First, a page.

Grab hiring

After months of rumours swirling in the media, Southeast Asian ride-hailing giant Grab has officially announced the close of a US$2 billion round led by Chinese ride-hailing company Didi Chuxing (DiDi) and Japanese telecom conglomerate SoftBank Group.

The newly-raised financing will allow Grab to increase its market share and strengthen its mobile payments platform GrabPay.

Grab said that it plans to raise an additional US$500 million, but did not say when.

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“By deepening our strategic partnership, DiDi and Grab reaffirm our shared commitment to innovating localised solutions to global urban development challenges from the world’s fastest growing marketplaces,” said Cheng Wei, founder and CEO of DiDi, in a press statement.

“Grab is using technology to address transportation and payments, some of the biggest challenges present in Southeast Asia, and we believe Grab is a tremendously exciting company in a dynamic and promising region,” said Masayoshi Son, Chairman and CEO of SoftBank Group Corp.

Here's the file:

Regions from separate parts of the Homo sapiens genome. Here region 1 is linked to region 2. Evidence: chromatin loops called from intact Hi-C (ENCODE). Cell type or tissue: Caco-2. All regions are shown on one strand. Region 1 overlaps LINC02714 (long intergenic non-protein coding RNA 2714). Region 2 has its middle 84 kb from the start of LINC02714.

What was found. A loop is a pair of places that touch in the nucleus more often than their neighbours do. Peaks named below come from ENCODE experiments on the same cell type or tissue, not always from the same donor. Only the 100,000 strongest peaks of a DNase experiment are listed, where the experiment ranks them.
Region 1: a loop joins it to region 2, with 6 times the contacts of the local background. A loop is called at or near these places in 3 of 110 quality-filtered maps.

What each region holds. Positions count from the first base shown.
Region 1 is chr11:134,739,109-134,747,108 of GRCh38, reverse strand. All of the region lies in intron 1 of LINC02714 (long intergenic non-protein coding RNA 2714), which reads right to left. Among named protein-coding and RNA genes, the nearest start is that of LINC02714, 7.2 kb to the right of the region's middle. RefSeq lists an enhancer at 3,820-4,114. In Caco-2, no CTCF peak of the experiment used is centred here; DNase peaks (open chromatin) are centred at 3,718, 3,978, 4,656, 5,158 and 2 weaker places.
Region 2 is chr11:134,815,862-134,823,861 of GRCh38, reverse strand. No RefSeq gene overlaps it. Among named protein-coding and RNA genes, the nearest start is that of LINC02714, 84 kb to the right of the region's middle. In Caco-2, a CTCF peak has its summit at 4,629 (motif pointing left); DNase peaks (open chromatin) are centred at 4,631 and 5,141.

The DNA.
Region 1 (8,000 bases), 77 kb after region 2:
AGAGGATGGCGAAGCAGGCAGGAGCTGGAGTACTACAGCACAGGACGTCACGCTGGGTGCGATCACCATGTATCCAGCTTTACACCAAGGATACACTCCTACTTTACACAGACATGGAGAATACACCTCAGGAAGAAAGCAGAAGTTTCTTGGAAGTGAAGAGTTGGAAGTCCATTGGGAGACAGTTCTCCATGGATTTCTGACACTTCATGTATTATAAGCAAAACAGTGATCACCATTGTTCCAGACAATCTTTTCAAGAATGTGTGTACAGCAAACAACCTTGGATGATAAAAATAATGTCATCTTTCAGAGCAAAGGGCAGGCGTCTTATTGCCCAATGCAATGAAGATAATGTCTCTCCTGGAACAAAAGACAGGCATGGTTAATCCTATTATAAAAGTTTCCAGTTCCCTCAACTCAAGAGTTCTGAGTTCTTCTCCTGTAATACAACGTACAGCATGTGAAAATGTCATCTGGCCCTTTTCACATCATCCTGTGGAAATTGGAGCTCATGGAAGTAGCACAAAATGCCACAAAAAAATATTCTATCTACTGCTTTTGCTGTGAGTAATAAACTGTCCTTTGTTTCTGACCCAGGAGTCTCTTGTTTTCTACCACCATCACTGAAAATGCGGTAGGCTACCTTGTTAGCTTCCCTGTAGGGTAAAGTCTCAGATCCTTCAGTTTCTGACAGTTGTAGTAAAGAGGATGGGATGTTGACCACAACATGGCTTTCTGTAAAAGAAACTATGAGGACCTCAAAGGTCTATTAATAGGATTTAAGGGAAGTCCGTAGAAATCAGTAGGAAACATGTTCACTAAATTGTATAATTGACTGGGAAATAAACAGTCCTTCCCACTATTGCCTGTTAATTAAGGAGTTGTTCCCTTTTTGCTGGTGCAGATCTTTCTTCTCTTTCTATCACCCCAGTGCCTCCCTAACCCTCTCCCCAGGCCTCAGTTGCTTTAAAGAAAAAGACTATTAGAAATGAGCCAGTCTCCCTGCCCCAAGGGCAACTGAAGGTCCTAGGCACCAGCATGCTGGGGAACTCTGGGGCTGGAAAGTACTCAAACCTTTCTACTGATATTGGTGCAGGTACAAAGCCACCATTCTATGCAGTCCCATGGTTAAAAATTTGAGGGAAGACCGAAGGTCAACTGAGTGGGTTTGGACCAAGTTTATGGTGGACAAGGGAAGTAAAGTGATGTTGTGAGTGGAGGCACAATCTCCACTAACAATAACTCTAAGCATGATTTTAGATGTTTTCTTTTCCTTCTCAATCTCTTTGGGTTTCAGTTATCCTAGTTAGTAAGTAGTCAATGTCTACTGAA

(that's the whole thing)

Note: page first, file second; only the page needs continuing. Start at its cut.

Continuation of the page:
Launched in 2012, Grab started off as just a taxi-hailing platform. Today, it offers a wide range of transportation services, including motorbikes, coaches, private cars and shuttle buses.

Grab claimed that, regionally, it has a market share of 95 per cent in third-party taxi-hailing and 71 per cent in private vehicle hailing.

It added that it has a fleet of over 1.1 million drivers, who collectively conduct three million rides daily. Grab also claimed that GrabPay Credits — an e-wallet service — has grown 80 per cent month-on-month since its launch in December 2016.

Earlier this year, Grab announced its US$700 million plan for Indonesia. It was set in motion with the acquisition of Indonesian O2O e-commerce platform Kudo in April, followed by the establishment of an R&D centre in May. Grab will also launch a social impact investment fund.

The investment will help Grab fight its chief rival in the country — Go-Jek.  Grab’s battle with Go-Jek is also partially fuelled by Chinese internet giants Alibaba and Tencent, who are leveraging their rivalry to wage a proxy war in the region.

Grab is backed by Alibaba while Go-Jek is supported by Tencent.


Image Credit: Grab